Were you drawn to a particular scene that you looked forward to shooting when you read the book?
Yeah, one thing about this movie is that there are very iconic moments. If you read the book, there are moments in the film that are bigger in your mind. The reveal of what Edward is. Everything in this movie is a fight – like a fight to find out who he is. A fight to have him acknowledge it and to sustain that. I think when he reveals who exactly he is, he shows Bella his true colours so to speak. He shines and glistens in the sunlight. There’s a moment when he turns and shows her and he is ashamed. She’s looking at him thinking that this is the most unspeakable, beautiful thing in her life and he’s just ashamed of it.
Is it an instant attraction between Bella and Edward?
It’s not like they get to know each other and they think – h e is really cool and she is really great and they have so much in common. It is an instant chemical reaction. Like she walks in the classroom and he smells her for the first time. And can’t take it. He’s like crushing the table. Most girls would want to crawl under the table and die and she’s sort of like – she has to know what it is. It’s this chemical thing that is going on. It doesn’t exist in the real world.
Is it very romantic?
Yeah classically speaking. We were playing around with vampire mythology and how vampires effect people and their powers, you find yourself arguing about the little details – like at three o’clock in the morning! The touch thing – like what it feels like to touch a vampire, like all of that it doesn’t exist so it was hard to make sure we did all of our homework and have it be consistent.
Actor, Robert Pattinson is best known for playing Cedric Diggory in the Harry Potter movies. The 22 year old London native admits he wasn’t familiar with the Twilight books, but fast developed an appetite for the good versus evil vampire world after reading the script.
Was it difficult to master an American accent for the part?
Not really to be honest. All of my favourite actors are American and I grew up watching American movies. It’s weird I used to do a New Jersey accent in every audition in America, because I liked it. It’s completely bizarre and everybody would ask: ‘Where are you from?’ And I would say: “Oh, I’m from London!’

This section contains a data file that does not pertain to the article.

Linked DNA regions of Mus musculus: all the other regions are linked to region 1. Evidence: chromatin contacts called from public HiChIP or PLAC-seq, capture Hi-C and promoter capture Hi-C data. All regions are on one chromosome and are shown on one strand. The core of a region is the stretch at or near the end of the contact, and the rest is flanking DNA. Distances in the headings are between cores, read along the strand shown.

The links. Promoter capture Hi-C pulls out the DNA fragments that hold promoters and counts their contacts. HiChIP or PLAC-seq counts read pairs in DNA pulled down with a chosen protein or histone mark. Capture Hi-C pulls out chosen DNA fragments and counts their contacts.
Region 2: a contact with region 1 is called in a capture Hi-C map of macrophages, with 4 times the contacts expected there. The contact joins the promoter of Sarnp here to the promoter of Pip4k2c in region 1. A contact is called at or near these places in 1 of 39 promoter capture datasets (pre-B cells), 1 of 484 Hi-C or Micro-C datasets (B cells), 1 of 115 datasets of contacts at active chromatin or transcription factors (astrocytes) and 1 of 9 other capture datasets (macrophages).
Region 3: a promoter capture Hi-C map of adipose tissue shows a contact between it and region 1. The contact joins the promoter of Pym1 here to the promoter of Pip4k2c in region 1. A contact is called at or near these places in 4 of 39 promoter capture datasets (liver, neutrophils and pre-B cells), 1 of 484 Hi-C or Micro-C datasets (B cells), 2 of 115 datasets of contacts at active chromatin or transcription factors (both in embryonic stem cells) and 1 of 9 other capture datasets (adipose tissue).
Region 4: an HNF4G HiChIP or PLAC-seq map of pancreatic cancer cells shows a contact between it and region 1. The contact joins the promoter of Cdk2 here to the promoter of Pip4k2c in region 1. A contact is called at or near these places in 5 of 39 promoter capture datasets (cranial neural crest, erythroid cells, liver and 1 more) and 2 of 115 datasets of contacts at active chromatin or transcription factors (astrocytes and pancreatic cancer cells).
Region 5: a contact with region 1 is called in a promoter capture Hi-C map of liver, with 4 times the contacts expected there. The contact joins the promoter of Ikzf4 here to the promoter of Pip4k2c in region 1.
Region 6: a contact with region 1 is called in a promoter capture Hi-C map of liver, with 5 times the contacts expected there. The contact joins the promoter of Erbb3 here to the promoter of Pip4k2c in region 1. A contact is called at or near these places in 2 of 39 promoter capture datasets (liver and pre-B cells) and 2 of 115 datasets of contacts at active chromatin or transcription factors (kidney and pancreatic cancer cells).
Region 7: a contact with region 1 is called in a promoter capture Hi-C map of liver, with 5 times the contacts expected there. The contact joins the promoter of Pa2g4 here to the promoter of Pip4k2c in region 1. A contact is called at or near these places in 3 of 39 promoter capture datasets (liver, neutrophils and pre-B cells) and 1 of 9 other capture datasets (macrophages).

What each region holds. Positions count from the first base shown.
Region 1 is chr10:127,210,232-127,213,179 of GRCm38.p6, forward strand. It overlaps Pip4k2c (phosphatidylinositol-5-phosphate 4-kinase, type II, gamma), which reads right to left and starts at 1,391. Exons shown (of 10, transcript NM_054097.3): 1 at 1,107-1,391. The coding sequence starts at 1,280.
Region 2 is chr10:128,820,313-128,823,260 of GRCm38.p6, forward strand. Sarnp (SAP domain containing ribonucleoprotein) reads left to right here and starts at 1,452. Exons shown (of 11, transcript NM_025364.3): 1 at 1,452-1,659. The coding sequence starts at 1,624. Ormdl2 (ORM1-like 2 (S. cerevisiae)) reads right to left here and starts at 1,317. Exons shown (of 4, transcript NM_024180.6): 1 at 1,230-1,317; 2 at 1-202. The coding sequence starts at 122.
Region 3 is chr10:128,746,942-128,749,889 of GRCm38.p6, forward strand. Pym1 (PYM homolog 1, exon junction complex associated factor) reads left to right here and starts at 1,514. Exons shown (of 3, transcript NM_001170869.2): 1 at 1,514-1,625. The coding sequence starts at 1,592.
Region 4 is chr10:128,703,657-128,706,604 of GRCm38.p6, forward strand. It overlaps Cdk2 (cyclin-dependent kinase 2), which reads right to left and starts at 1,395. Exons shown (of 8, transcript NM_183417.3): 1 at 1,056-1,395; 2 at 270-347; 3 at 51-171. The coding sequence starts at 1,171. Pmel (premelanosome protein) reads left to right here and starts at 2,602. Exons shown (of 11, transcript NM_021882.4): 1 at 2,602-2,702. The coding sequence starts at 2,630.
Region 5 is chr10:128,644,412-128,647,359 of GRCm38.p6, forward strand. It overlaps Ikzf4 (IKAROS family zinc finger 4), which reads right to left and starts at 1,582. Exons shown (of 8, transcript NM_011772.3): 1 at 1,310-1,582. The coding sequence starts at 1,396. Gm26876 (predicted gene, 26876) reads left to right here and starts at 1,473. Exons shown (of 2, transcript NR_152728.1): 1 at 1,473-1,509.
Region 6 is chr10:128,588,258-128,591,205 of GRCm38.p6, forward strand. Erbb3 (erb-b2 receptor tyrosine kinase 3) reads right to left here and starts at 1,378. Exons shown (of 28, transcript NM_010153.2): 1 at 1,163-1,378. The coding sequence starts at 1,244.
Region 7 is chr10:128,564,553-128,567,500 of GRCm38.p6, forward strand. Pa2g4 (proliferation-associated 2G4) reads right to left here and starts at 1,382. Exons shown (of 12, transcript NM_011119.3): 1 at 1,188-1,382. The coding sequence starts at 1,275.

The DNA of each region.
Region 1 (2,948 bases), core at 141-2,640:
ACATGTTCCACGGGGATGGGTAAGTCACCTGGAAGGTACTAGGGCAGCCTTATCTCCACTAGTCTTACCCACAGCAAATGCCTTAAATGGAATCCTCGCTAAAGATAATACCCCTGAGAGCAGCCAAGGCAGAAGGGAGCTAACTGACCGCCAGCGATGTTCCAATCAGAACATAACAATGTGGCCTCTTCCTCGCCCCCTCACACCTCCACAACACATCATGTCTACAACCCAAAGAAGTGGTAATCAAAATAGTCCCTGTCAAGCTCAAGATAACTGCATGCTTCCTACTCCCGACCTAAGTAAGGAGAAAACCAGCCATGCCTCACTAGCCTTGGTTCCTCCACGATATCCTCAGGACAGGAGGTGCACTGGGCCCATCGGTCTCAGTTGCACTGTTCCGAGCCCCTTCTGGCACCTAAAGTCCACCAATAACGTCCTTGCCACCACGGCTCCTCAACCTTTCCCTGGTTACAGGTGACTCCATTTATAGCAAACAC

Has being British given you something extra to play a vampire?
I don’t know if being British helps! (Laughs) It’s weird because there were a lot of British people up for this part. The author’s choice was an English guy which was really strange. She wanted all English guys to play Americans. I think there is something about this myth in America of British people being classy.
Were there many people up for this role?
Apparently yes. I know they were casting for ages and I was one of the last people they saw.
Was there something that you did to convince them you were the one?
I don’t know. I just went in and I had a connection with Kristen. I think it was because I so expected it to be different to how it turned out and expected the girl who played Bella to be so different to Kristen, that I was so genuinely shocked when she did her performance. I just thought it was going to be a real damsel in distress actress. And I couldn’t pretend to be the Prince Charming to some dippy girl! Not that that is how the book is. But I thought that was how the film would turn out. And of course Kristen is tough, smart and a good actress, and so it completely changed my opinion and so I ended up playing him as a kind of a wreck. That was how that happened.